Trade

Working People Need Real Trade Reform, Not Just Rhetoric

For decades, America’s trade agenda has failed working people. Last year, voters in both parties called for change. In the early days of the Trump administration, actions have been initiated on existing trade policies, from assessing the national security impact of steel and aluminum imports to considering reform of the North American Free Trade Agreement and the U.S.-Korea Free Trade Agreement. Updating our nation’s trade deals is vital, but only if the focus is on how to increase and improve the quality of jobs. Much work lies ahead, and the direction and effectiveness of President Trump’s efforts still is unknown.

No task is more pressing than ensuring the administration’s renegotiation of NAFTA results in new rules that reflect the needs and interests of working families, not global corporations. NAFTA has failed working people in Canada, Mexico and the United States. Since NAFTA’s inception in 1994, corporate profits are up, but wages in all three countries are stagnant. Despite increased productivity, workers are not receiving a fair return on their work. There is more trade between the three NAFTA countries, but that trade is unbalanced, with the United States running consistent deficits with Mexico and Canada. The freedom to negotiate together is under attack in all three countries, diminishing the voices of working people and increasing inequality. As with other policy failures, broken trade deals disproportionately have harmed communities of color.

We can do better. NAFTA is not a failure of trade itself, but the result of trade rules rigged to favor global corporations and the wealthy elites in all three countries. Trade should be a cooperative endeavor that benefits us all. For that to happen, NAFTA must change dramatically.

NAFTA and its inequities can’t be fixed with mere tweaks or by substituting language from the failed Trans-Pacific Partnership. Nor should the United States adopt a strategy that pits the working people of North America against each other. We must end the race to the bottom that hurts working families, as it impoverishes our democracy and starves investment in our public infrastructure. We must replace NAFTA’s vicious cycle with a virtuous one—with a set of rules that promote shared prosperity for workers in all three nations.

We must incorporate the lessons learned from NAFTA’s failures into its new rules. This means NAFTA’s labor provisions must be substantially strengthened to improve protections for all working people, regardless of immigration status. NAFTA’s labor rules must meet international standards. Swift and certain monitoring and enforcement tools must replace the current convoluted, ineffective process. This will require effective labor inspections and explicit protections for workers who migrate, including a ban on recruitment fees, accountability for abusive practices by employers and labor recruiters, transparency regarding wages and terms of employment, and real access to justice and legal assistance. Only when all workers share these protections will we be able to effectively join together to negotiate for a better life.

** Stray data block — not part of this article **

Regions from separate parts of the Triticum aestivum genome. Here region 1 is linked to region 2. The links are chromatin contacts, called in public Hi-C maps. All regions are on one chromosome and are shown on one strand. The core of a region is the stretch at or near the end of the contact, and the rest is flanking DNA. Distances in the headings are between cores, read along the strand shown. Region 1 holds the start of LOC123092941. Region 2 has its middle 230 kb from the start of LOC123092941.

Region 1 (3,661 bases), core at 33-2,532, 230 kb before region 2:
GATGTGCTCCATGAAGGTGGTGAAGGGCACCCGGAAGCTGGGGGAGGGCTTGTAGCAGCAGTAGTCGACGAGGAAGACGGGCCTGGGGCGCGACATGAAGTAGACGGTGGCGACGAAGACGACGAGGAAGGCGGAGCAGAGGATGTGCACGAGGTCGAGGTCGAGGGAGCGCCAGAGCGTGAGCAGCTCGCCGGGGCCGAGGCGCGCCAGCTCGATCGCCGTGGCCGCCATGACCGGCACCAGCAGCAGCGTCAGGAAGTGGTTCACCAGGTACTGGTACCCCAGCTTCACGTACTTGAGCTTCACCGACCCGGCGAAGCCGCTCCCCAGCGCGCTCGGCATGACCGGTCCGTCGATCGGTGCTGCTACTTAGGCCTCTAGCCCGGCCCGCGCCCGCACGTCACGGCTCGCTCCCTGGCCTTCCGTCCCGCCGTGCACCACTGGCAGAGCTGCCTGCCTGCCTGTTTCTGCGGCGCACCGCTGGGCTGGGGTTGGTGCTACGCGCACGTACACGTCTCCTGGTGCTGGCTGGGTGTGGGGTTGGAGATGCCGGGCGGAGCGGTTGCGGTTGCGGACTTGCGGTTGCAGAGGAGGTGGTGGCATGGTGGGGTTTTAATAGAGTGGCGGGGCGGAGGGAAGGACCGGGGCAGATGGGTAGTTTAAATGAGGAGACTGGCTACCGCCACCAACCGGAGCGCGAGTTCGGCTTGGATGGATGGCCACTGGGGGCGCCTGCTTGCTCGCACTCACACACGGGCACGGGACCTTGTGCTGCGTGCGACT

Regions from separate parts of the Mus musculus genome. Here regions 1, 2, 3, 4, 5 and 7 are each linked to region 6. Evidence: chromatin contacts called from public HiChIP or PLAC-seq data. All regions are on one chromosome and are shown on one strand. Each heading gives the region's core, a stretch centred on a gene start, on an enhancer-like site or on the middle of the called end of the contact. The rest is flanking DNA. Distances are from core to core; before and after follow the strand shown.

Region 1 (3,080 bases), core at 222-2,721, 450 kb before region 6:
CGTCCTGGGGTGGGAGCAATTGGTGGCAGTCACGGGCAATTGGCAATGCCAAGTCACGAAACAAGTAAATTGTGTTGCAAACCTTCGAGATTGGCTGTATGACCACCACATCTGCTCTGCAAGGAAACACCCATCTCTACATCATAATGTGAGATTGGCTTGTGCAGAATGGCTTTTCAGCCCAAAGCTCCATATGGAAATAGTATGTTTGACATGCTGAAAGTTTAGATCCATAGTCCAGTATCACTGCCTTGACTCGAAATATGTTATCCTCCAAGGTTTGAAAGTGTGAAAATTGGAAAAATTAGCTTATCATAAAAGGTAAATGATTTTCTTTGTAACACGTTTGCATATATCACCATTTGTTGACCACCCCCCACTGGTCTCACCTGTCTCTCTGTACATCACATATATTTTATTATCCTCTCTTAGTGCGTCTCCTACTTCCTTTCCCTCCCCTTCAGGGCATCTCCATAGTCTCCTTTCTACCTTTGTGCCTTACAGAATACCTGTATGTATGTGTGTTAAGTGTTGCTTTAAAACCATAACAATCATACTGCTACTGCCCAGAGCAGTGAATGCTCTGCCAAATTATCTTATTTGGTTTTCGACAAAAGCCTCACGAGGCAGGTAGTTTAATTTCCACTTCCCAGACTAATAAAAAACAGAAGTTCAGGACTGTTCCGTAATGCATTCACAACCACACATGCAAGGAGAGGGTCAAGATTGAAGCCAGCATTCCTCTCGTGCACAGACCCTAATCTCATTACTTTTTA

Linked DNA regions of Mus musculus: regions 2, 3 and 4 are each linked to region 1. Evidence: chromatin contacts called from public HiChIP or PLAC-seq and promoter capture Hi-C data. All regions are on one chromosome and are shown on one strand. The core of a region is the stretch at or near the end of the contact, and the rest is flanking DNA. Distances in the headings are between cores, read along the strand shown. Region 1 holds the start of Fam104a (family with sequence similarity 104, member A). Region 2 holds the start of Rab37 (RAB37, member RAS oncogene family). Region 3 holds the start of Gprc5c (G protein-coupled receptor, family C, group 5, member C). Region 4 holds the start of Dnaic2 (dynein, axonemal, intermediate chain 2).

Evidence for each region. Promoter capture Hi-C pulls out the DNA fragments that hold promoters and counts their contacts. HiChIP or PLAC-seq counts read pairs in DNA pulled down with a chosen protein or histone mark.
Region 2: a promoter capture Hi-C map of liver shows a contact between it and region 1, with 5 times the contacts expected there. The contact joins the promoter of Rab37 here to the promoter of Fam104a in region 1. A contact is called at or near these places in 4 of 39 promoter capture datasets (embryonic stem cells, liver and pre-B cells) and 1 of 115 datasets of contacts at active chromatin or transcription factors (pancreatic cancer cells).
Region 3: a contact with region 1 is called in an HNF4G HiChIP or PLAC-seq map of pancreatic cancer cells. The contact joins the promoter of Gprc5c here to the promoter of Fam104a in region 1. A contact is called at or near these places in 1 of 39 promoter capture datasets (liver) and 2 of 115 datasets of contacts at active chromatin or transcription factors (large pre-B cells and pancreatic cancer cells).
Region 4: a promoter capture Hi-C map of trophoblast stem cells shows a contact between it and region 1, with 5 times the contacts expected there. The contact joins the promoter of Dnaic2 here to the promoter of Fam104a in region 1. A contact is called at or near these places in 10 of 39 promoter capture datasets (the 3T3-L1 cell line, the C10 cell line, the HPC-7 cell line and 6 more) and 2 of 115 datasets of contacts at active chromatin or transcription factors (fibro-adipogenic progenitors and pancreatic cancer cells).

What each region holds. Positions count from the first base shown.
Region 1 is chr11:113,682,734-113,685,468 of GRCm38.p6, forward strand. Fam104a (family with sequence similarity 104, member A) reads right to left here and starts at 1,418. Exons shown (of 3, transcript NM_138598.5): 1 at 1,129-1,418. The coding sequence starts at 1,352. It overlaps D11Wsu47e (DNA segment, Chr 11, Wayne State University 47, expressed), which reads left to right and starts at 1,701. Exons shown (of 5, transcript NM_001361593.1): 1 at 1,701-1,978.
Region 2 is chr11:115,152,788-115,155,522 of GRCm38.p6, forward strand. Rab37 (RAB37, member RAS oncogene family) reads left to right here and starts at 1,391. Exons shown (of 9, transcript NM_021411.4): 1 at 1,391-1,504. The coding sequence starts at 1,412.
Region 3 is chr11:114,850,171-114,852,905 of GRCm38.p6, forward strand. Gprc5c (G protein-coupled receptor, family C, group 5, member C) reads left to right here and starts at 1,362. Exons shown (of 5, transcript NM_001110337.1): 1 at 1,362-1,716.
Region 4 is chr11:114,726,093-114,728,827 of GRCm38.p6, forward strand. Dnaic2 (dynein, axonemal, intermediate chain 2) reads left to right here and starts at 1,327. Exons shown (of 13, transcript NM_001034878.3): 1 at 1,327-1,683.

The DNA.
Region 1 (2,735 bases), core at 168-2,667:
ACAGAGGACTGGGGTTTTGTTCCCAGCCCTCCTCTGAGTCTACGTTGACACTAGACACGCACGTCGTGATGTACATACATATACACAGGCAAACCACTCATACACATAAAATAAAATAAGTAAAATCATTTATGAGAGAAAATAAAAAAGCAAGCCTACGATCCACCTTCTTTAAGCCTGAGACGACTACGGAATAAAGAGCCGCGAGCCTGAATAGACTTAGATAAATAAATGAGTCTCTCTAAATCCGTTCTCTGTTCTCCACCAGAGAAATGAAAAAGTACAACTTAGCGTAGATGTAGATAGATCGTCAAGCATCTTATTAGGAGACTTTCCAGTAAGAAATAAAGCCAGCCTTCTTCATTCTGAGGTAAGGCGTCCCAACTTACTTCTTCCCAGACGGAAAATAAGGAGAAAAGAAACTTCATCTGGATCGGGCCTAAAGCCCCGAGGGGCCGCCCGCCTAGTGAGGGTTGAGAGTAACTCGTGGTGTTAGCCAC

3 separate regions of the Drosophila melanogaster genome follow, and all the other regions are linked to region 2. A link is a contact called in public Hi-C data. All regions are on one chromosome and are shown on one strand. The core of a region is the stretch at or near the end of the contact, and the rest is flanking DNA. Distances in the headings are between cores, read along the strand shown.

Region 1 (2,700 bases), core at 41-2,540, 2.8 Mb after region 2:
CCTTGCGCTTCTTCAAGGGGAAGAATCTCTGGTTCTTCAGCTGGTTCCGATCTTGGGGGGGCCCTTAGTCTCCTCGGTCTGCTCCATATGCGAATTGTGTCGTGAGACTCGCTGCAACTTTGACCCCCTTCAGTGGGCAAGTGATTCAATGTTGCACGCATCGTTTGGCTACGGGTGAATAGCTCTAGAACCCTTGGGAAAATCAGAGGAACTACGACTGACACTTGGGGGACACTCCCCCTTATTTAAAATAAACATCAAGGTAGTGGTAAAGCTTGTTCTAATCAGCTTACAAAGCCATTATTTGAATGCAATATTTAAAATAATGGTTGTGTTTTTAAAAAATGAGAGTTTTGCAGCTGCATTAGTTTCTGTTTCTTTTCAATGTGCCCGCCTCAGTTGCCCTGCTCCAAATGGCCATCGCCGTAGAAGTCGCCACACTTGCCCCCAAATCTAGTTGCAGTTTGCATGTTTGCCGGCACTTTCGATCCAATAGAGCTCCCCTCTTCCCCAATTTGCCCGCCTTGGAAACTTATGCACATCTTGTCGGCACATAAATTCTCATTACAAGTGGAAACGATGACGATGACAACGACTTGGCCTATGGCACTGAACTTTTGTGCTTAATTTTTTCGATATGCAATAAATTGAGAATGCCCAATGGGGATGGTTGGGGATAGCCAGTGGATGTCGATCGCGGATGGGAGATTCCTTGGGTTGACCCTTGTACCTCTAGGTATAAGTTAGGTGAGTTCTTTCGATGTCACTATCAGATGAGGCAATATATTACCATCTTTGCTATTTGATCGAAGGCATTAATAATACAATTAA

A new NAFTA, with rules that working people help write, is an opportunity to begin constructing a Global New Deal for working families. The critical elements of a new NAFTA are:

  • A democratized renegotiation process
  • Strong labor rules with swift and certain enforcement that prevent the commodification of workers
  • Elimination of corporate courts
  • Enforceable currency rules
  • Stronger rules of origin
  • Protection for responsible government purchasing and Buy American policies
  • Improved screening for foreign domestic investment
  • Improved trade enforcement as part of a robust manufacturing policy
  • Elimination of obstacles to effective trade enforcement
  • New rules to prevent tax dodging
  • Removal of rules that undermine protections for workers, consumers and the environment
  • Commitments to invest in infrastructure
  • Consumer protections that ensure financial stability
  • Prohibition of unsafe and unfair cross-border transportation services
  • Protection for intellectual property while ensuring the right to affordable medicines
  • Prohibition on global corporations from using NAFTA to capture public services for profit
  • Strong environmental rules with swift and certain enforcement

Working people and our unions are united and will mobilize with the same level of intensity as our campaign to defeat the TPP. We will work to advance a set of positive and forward-looking trade rules through a comprehensive public campaign on the ground, online and over the air. The elements of the campaign will include the follow action points:

  • Educate elected officials, policy makers, opinion leaders and all workers about the causes and effects of NAFTA and other U.S. trade policies, showing there is another way, and that we need to act collectively to achieve a higher standard of living;
  • Report and publicize the impact of NAFTA on the quality of life for North America’s working people, including the effect on jobs, wages and negotiating power;
  • Demand greater democracy, transparency and participation in the NAFTA renegotiation process—and publicize any failure to open up the process;
  • Mobilize our members, community allies and all workers to demand a better NAFTA, with rules centered on working people’s policy choices—not those of the corporate class;
  • Develop and execute joint strategies with labor movements and allies in Mexico and Canada to ensure that meaningful and effective protections for working people and higher standards are at the core of any changes to NAFTA; and
  • Utilize all available strategies, including public and social media, to broaden the base of popular engagement and advance our vision of a worker-centered NAFTA.